For this reason, the final strategic planning document should support your fundraising efforts by fully demonstrating the process and assumptions in creating the plan. It should also include the planned revenue, expenses, and income for implementing the strategic plan so that funders can assess your implementation progress from year to year.
A more thorough strategic plan also becomes an important part of your organization’s transition plan. After all, newly recruited leadership can study the plan to better understand organization’s history, finances, programs, and long term goals.
With this in mind, here is a brief explanation of each
section of the strategic plan:
The planning process description provides detail on the work group members, the role of the work group, and of course the stages of the planning process. Essentially, this section summarizes the prior episodes of this bonus break series in about two pages.
Environmental Scan Results
This section thoroughly explains the methodology and results of the environmental scan. Just as the environmental scan fully informed the planning process, the description of the environmental scan should help the reader understand the organization’s history, strengths, challenges, and opportunities. Since the environmental scan is data-rich, this section of the strategic plan will include a number of charts and graphs to help the reader easily absorb this information. These visual graphs can often be copied from the power point slide deck presented at the retreat and pasted directly into the plan itself. Your funders will be impressed by a strong presentation of environmental scan data.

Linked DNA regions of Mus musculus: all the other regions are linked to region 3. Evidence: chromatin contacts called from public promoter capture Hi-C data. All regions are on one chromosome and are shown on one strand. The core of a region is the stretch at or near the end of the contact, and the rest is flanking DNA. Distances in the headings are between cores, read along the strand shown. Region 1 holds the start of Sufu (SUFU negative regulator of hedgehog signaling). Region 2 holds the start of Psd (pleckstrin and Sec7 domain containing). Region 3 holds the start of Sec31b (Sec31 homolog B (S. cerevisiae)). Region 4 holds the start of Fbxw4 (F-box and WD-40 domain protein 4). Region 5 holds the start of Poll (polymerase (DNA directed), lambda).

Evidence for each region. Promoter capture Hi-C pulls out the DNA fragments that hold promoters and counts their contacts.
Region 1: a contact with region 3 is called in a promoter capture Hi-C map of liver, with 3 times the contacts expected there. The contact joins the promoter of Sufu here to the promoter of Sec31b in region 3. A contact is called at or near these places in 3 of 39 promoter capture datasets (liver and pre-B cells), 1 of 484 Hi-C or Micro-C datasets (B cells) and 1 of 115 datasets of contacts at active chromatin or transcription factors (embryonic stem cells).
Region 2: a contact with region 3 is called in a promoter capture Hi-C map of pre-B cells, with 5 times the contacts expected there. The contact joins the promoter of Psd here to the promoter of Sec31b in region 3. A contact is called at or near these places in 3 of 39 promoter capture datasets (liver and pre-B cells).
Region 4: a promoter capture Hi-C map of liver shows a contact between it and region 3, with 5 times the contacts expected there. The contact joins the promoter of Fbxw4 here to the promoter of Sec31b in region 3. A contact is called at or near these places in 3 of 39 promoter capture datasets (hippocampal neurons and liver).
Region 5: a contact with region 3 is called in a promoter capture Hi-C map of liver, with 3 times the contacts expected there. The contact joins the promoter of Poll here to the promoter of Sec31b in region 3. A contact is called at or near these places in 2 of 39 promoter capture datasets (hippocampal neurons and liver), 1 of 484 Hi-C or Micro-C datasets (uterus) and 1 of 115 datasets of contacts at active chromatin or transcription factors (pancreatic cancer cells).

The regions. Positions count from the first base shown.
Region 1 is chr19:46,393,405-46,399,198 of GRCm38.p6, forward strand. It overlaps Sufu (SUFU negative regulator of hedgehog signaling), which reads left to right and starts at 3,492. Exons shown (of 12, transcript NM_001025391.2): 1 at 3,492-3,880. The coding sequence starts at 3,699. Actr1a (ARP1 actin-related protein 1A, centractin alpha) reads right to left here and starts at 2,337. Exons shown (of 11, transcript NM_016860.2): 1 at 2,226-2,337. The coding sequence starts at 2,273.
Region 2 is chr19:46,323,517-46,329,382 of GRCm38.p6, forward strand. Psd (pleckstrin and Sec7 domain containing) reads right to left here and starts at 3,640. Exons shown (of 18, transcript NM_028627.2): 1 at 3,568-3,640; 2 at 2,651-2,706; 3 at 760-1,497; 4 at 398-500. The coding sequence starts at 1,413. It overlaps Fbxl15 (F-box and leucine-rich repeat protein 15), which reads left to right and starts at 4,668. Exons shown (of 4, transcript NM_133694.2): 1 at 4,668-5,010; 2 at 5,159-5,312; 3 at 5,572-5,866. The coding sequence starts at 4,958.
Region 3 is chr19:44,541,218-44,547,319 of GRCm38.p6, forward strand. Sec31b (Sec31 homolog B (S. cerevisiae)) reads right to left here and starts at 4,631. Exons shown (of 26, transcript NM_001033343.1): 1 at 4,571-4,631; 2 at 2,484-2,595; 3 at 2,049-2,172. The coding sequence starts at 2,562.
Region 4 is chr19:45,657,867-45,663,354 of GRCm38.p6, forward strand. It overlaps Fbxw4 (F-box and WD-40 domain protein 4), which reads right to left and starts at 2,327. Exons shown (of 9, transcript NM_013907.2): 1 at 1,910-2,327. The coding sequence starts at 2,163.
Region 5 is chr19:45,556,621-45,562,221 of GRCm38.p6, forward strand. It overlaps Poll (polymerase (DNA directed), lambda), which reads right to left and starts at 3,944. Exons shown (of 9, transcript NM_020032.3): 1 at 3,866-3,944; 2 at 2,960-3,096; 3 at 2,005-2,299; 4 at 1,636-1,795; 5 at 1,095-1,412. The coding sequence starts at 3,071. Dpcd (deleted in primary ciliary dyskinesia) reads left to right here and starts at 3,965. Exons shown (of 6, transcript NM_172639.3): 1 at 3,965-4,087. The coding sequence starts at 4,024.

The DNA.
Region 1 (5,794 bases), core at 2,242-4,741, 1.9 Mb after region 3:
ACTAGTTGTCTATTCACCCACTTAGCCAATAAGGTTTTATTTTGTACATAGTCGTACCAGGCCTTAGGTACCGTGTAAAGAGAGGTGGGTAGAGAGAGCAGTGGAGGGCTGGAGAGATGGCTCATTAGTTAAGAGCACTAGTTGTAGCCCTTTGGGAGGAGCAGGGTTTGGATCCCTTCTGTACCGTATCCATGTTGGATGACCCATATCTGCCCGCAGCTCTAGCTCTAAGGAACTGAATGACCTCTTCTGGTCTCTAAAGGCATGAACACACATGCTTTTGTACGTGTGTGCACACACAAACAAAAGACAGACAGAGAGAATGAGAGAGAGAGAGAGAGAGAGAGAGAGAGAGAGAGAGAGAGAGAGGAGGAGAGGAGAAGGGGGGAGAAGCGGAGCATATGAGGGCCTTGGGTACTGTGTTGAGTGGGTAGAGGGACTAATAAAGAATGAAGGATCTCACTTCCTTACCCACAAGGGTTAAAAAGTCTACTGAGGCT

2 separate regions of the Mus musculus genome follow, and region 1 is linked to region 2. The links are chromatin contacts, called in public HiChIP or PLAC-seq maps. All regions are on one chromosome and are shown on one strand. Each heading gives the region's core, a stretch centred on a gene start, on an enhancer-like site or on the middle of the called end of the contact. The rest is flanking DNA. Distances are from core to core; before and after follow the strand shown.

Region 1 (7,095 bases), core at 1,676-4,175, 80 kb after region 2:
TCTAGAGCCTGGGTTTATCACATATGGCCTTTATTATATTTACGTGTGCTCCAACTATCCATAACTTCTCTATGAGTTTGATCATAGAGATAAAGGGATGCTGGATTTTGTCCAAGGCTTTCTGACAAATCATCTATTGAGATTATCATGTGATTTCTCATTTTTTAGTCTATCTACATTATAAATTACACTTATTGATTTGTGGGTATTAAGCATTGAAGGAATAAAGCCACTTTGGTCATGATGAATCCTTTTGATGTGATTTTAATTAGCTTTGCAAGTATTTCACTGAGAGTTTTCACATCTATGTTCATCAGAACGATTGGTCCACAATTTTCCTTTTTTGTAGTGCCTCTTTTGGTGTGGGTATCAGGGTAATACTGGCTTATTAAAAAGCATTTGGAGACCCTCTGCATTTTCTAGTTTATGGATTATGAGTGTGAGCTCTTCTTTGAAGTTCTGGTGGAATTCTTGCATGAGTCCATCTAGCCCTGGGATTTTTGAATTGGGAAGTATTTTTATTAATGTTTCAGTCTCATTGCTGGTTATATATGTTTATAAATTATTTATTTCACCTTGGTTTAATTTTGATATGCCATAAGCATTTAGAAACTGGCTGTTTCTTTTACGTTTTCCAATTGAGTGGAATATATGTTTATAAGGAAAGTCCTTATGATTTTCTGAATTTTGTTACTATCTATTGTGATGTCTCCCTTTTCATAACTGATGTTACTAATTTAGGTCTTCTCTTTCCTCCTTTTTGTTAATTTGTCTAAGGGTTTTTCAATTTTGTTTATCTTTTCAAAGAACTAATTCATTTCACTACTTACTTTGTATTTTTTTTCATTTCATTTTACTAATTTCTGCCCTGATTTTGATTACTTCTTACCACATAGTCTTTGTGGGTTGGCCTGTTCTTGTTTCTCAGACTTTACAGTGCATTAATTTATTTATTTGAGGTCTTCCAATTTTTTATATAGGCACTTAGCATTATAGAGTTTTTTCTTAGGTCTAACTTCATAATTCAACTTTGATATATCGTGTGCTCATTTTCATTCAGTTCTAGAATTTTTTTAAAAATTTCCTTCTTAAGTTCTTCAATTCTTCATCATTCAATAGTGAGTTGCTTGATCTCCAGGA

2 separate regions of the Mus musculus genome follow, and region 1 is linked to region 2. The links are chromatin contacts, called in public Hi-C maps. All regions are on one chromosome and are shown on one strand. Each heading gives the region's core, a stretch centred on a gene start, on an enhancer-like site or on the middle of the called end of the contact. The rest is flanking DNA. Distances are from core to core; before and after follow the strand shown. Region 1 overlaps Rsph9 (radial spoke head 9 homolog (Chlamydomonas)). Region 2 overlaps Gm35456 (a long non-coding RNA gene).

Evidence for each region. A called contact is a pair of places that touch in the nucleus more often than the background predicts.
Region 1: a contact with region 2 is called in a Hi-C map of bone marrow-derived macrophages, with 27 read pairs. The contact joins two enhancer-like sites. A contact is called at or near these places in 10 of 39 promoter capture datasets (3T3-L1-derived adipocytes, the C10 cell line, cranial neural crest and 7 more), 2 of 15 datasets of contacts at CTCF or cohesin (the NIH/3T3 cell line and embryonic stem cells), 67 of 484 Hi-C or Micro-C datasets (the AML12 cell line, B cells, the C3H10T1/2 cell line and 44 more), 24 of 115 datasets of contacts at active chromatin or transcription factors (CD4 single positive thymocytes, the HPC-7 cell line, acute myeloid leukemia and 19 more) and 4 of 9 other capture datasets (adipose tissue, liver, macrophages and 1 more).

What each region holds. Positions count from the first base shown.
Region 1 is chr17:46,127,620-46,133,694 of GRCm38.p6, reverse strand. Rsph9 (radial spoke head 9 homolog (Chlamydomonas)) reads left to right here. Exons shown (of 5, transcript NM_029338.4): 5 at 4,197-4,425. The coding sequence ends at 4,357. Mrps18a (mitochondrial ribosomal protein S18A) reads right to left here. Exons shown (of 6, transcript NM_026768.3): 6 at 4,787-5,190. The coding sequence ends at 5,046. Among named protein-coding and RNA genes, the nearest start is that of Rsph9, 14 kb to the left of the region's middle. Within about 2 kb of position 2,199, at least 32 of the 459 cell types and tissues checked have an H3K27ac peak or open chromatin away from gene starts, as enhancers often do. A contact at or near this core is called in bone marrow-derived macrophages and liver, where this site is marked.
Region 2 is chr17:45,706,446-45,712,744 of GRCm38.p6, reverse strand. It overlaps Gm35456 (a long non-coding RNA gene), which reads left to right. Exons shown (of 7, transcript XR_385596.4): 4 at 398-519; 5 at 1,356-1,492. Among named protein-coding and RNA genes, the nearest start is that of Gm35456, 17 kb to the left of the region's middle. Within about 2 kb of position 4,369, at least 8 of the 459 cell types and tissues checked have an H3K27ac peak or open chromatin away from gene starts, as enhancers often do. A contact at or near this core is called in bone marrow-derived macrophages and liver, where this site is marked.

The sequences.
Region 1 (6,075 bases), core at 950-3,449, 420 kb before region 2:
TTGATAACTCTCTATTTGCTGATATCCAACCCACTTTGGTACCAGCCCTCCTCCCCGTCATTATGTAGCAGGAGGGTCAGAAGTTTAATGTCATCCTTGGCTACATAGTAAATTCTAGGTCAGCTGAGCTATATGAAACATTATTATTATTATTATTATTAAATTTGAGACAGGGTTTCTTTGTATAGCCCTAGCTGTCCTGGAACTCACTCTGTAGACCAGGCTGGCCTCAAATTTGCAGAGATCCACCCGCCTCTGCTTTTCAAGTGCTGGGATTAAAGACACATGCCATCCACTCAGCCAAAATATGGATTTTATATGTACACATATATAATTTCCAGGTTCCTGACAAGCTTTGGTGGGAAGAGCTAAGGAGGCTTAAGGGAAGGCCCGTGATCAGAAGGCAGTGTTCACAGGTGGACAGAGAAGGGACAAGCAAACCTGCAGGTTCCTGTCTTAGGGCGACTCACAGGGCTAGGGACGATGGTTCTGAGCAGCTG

Strategic Goals, Objectives, Tactics and Implementation Timelines
These sections go from the 40,000 foot level (your big bold goal) to the granular level on the ground (quarterly timelines). An example is below:
The strategic goals are often summarized in just one page, and represent the big bold goal as well as the annual goals that lead to achieving the big bold goal. The objectives are big targets you need to meet in order to hit those annual goals. While these high-level goals and objectives were finalized at the board retreat, all of the tactics – those small actions necessary to achieve the bigger goals – were not developed at the board retreat. So the bulk of the planning work in this phase involves a creating quarterly tactical plan that outlines the specific actions to be taken in each quarter.